A leading headmaster has condemned the Scottish Government’s plan to raise £5 million from private schools, saying he now feels “utterly despondent” that he had supported the SNP in the past.
Rod Grant, headteacher at the fee-paying Clifton Hall School outside Edinburgh, said plans to end business rates relief for institutions like his would “wreck” Scottish education by placing a huge financial burden on the state sector.
Grant’s remarks came as the backlash against the controversial plans outlined in last week’s Scottish budget mounted. Headteachers warned they would force up school fees, reduce the number of children from low-income families being privately educated and even lead to the closure of schools.
In an article posted on the Clifton Hall Facebook page, Grant argued that the policy had been driven by a “narrow-minded” desire to “kick” private schools.
Last week Finance Secretary Derek Mackay produced a budget that will end the arrangement whereby private schools are exempted from paying 80 per cent of their business rates.
The policy is estimated to raise £5m, but its opponents have argued it will drive up school fees, cut bursaries and force many families to pull children out of private schools.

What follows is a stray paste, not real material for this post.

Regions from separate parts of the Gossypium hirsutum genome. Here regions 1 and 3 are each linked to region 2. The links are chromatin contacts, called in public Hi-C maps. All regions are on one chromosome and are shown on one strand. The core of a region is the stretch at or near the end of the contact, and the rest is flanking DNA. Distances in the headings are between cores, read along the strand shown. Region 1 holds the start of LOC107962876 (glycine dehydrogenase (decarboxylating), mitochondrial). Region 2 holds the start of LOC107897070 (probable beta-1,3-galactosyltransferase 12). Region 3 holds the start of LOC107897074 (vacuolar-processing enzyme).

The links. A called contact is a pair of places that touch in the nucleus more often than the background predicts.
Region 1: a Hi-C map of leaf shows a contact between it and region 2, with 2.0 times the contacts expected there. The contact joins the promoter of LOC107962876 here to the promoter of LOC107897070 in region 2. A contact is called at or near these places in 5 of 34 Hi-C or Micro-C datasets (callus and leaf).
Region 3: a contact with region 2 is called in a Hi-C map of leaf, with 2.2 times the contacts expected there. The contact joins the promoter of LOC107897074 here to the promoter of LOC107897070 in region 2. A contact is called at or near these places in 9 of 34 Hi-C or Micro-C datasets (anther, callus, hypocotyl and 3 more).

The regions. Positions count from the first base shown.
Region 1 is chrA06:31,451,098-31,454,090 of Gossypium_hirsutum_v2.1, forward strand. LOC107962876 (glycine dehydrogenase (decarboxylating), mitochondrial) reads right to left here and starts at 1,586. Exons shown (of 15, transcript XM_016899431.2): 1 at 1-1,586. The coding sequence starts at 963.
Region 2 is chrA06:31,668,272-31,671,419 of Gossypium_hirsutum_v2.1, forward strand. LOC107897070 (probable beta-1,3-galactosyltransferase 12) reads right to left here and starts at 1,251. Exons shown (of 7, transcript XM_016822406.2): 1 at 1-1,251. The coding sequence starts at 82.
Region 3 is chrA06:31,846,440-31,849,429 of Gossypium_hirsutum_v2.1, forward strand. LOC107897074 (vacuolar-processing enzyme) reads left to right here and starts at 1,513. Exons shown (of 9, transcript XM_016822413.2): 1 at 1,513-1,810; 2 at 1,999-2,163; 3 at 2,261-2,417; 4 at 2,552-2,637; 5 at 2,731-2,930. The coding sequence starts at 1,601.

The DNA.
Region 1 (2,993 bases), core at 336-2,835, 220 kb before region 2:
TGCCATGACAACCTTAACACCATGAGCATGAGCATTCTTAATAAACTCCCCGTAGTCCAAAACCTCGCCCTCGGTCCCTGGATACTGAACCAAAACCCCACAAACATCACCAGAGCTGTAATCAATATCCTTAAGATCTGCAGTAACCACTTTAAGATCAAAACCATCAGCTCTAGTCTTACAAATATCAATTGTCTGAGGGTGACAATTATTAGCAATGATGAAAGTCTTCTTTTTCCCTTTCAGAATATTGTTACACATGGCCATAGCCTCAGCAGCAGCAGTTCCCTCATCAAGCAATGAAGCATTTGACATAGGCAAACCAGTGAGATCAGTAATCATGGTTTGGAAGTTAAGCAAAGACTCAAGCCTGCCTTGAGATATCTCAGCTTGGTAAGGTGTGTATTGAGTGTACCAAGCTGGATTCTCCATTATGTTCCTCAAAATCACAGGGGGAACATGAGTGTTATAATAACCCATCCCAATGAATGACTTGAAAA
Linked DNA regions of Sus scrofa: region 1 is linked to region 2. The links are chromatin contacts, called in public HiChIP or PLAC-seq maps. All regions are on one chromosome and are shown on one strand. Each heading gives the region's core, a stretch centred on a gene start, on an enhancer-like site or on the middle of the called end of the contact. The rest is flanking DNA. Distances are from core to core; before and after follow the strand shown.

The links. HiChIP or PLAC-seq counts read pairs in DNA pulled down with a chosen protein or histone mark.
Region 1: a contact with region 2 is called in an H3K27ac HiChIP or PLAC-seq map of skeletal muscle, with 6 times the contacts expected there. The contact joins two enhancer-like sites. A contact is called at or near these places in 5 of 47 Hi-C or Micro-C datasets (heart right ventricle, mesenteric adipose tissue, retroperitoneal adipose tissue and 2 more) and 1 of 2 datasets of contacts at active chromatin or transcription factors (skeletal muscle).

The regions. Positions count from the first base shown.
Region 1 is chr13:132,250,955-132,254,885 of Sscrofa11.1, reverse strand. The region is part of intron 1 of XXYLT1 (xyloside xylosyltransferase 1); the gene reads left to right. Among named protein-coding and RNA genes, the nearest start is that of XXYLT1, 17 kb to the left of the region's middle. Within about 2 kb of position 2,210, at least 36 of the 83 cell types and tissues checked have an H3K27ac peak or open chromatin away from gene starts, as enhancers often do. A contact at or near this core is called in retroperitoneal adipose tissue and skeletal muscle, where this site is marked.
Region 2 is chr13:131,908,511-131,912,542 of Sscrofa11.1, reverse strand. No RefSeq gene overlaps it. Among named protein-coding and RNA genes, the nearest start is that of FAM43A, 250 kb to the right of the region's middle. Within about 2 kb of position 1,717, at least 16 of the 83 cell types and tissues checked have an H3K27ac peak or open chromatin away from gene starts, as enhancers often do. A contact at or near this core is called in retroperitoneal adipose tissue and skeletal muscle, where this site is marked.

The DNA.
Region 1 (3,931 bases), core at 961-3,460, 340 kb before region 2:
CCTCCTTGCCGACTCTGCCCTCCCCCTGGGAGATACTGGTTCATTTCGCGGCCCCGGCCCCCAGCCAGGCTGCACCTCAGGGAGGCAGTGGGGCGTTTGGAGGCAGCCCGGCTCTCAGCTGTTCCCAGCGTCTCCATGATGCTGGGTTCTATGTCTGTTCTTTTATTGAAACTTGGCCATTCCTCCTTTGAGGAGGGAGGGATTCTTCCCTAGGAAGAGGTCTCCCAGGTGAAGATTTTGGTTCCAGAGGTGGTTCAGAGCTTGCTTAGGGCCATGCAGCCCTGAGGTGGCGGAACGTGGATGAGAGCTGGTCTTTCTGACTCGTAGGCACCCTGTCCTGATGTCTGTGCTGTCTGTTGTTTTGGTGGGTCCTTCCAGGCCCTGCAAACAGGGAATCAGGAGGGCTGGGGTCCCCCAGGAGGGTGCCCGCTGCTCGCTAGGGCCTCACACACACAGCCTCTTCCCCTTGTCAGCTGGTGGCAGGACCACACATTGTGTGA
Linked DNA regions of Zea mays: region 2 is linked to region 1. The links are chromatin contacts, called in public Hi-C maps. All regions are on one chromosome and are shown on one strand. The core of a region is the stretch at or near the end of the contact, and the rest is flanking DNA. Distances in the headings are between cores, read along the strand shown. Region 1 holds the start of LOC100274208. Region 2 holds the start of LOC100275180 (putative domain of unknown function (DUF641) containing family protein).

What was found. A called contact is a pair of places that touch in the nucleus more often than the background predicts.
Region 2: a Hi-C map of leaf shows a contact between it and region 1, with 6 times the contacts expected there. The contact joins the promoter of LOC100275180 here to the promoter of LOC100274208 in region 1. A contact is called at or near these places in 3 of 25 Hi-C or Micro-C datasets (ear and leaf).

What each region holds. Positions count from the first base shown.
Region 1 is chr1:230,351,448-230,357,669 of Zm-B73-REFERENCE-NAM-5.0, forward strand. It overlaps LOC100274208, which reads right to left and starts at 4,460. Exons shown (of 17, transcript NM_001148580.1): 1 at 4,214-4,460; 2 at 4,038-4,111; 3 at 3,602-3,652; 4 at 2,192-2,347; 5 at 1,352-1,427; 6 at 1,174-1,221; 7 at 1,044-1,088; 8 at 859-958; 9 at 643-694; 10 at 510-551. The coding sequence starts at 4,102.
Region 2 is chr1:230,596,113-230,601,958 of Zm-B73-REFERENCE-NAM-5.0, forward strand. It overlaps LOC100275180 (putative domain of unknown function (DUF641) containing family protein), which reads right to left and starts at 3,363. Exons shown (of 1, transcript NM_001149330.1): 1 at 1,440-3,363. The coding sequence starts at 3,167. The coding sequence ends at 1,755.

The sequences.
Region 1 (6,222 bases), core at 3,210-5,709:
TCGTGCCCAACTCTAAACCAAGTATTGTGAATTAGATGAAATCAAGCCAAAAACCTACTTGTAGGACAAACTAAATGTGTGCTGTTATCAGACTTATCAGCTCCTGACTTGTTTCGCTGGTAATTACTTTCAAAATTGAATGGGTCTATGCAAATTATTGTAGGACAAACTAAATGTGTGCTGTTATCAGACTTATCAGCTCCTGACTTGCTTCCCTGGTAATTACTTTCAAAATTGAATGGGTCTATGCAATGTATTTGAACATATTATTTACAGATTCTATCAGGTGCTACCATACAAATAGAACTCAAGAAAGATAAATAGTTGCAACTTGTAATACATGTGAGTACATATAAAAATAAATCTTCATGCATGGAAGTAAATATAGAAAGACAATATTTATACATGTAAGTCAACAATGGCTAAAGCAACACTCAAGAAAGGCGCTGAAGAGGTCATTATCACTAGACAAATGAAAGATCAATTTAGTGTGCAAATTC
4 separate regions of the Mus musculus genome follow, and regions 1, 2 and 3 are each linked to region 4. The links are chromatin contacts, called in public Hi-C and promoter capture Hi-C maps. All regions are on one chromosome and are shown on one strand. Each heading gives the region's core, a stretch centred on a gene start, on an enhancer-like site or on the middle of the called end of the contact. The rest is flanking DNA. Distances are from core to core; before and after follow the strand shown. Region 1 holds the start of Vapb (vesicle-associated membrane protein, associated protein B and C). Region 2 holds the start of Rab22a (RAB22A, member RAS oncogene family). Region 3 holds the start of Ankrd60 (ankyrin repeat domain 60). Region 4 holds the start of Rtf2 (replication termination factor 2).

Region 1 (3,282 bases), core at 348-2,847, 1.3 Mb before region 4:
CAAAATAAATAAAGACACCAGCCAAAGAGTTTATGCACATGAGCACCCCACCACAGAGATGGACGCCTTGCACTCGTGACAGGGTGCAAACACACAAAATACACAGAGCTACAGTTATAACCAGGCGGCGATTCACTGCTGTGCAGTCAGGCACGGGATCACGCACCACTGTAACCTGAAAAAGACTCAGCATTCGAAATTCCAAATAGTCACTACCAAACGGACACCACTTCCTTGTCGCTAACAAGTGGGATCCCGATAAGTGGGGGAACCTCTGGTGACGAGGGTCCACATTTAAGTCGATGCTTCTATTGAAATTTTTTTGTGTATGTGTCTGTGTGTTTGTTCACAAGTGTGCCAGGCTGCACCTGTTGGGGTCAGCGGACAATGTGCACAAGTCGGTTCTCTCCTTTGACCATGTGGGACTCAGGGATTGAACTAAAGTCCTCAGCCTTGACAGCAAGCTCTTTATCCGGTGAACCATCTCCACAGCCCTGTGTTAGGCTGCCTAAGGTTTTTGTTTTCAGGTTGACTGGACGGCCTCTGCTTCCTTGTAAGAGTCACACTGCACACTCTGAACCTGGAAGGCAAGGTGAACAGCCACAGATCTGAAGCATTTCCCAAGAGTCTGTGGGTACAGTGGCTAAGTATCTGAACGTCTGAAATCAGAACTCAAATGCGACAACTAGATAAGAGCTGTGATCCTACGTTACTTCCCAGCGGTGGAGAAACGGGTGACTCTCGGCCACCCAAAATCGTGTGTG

Grant estimated that the consequence of more children having to be educated by the state would be £10.8m bill for the taxpayer.
“The anticipated effect of this policy will be that around 1,800 return, almost overnight, to state-funded education,” Grant wrote.
“State education costs the government £6,000 per pupil. On that basis the implementation of this policy will cost the country £10.8m whilst the rates increase will bring in £5m.
“So let’s be really clear, this is an attack on independent schools. It will not increase revenue, it will reduce it. It will not improve education it will continue to wreck it. It will not decrease social inequality, it will strengthen the dogma of elitism.”
Grant said it was wrong to characterise independent schools as elitist, arguing that one quarter of his pupils receive financial assistance, which meant children from all economic backgrounds were at Clifton Hall.